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SecurityTrails Blog · Oct 27 · by Sara Jelen

Why It’s Important to Play in the Safe Zone and Use a Sandbox

Reading time: 7 minutes

Imagine an operating system without much security. Installing any new program would be risky business—it could replace your system files, discover passwords, even delete everything. Sounds like a nightmare? Well, that’s what a sandbox can prevent.

Even when your device and operating system have reinforced security, you’re not really safe. Malware detection, antivirus software, antispam, endpoint security solutions and the like are all necessary means of cyber protection, but still won’t be enough for the sophisticated malware and obfuscation techniques employed by today’s malicious actors.

The usual protection techniques and technologies work by identifying known indicators of compromise (IoC), meaning zero-day threats and new attacks that easily evade security defenses can be missed. Incorporating sandboxing into your security tooling will provide you with an additional layer of security, allowing you to detect previously unknown threats and advanced persistent threats in a safe environment.

What happens in the sandbox, stays in the sandbox

A sandbox is a preventative analysis technology used for security deception. As an isolated environment on a network, it provides a safe testing area for running programs and executing code separately from the system, with no risk of infecting the system. When running without a sandbox, an application can require access to many of your system’s critical resources.

But with a sandbox environment that mimics the operating system of the user, the application will only be able to access resources within the sandbox, with permissions to only those it needs. This way, any suspicious code or program can be kept in an isolated area, ensuring safe execution with no disruptions to the system.

Sandboxing is valuable for both software development and cybersecurity. When it comes to software development, sandbox environments are used to create secure applications, allowing developers to test new code in various environments and non-compatible programs running simultaneously.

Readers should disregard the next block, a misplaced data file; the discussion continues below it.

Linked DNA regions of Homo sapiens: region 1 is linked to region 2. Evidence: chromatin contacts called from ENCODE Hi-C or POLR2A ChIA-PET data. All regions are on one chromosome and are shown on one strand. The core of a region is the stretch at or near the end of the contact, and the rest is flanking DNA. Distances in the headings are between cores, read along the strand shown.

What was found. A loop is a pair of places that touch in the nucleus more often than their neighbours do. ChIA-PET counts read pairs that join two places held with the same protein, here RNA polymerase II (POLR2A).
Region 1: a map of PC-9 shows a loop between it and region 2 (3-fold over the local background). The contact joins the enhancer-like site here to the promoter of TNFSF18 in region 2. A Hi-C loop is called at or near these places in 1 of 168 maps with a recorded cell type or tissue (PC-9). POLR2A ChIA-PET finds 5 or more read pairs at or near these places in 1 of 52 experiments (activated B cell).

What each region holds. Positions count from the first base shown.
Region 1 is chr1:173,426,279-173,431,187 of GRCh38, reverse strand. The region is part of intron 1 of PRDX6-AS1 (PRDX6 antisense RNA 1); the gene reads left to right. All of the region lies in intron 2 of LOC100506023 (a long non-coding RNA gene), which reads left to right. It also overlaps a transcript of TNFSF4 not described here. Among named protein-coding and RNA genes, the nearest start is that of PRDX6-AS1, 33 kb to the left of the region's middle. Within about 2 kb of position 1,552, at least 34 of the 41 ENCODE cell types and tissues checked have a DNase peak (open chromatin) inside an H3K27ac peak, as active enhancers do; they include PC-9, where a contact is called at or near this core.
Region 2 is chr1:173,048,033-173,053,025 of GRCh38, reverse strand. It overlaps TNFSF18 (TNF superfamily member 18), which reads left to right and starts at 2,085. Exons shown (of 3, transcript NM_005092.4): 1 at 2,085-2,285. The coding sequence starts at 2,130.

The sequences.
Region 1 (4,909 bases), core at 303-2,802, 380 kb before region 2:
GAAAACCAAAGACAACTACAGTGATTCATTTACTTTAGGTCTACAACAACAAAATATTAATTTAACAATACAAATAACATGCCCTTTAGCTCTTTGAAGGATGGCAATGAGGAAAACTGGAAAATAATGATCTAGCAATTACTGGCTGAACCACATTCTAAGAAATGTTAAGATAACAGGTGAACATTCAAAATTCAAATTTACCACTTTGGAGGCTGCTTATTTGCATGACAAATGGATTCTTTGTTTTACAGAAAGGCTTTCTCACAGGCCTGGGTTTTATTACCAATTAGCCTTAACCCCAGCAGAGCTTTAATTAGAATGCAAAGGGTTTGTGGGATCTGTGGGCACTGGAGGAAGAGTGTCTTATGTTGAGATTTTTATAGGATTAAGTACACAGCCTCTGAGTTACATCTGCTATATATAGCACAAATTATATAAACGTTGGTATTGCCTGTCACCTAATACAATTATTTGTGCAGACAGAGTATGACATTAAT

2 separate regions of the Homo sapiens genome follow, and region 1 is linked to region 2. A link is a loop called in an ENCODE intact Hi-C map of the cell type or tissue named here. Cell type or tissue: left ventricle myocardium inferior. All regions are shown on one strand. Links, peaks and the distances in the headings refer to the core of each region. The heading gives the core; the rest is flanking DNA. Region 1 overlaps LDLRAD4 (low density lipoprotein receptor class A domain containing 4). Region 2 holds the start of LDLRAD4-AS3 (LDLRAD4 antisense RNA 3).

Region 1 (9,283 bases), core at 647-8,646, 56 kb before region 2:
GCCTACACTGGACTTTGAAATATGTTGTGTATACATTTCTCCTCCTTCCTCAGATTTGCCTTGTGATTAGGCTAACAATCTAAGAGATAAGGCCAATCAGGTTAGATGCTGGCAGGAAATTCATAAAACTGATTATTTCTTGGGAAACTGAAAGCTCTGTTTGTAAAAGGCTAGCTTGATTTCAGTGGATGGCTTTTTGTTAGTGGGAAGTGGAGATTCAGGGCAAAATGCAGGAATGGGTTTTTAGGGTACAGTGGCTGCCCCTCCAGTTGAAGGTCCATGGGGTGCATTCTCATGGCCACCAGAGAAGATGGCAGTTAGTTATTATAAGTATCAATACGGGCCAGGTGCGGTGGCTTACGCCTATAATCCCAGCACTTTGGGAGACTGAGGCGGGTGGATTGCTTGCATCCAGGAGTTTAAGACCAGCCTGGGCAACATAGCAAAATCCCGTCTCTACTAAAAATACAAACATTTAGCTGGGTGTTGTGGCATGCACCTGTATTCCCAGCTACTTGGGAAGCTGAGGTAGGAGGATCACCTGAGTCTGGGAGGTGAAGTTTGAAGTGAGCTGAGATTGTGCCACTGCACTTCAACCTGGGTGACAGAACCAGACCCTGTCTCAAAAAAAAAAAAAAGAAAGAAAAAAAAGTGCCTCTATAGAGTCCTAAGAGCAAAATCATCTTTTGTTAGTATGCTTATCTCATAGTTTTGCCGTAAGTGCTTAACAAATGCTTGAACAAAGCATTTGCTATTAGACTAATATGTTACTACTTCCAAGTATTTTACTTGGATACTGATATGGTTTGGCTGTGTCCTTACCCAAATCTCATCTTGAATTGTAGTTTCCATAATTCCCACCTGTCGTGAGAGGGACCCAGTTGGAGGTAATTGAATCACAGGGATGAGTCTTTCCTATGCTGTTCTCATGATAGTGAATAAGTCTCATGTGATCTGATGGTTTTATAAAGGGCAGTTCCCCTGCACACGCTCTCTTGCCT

For security, sandboxes are used as an addition to firewall solutions by protecting the OS while launching applications and working with sensitive data. Sandboxing can also be used to safely analyze malware and help prepare for future attacks. It’s often employed by blue teams to safely test malware against multiple OSs, analyze it and even determine if existing anti-malware solutions have properly flagged the malicious code or file. For more on the subject, we recommend you read our Blue Team Toolkit post, in which we talk about the best open source sandbox tools available.

Everyday users also benefit from sandboxes when browsing the web. Web browsers essentially run the web pages you visit in a sandbox as they are constricted to running in the browser only, with no access to your local files, webcam, etc. Mobile apps are also run in a sandbox—they have to ask for your permission if they want to access any other resources, including your media library, camera and location.

As there are different uses and needs for sandboxing, there are multiple versions and approaches to consider:

multiple versions and approaches to consider

  • Virtual machines - VMs, as their name implies, create virtualized hardware devices that emulate the entire operating system, and don’t have access to anywhere outside of it. This means you can install software and run code as if you were on your regular device and OS. Well-known VMs include VMware, Java VM, VirtualBox and Xen Project.
  • Sandboxing programs - A good example of a sandboxing program is the popular Sandboxie, a sandbox for Windows. It creates an isolated operating environment and applications can be run in it without accessing or modifying the local system, allowing for controlled testing of programs and applications.
  • Limiting permissions - Having the system assign levels of access for users and programs according to determined rules, such as SELinux rules and POSIX capabilities, means you can have control over what processes are started, and what can inject code into your applications.
  • Chroot jail - chroot is an operation on Unix that changes the visible root of the current process and its subprocesses. A program or an applications running in such isolated environment (called chroot jail) can’t access files outside it.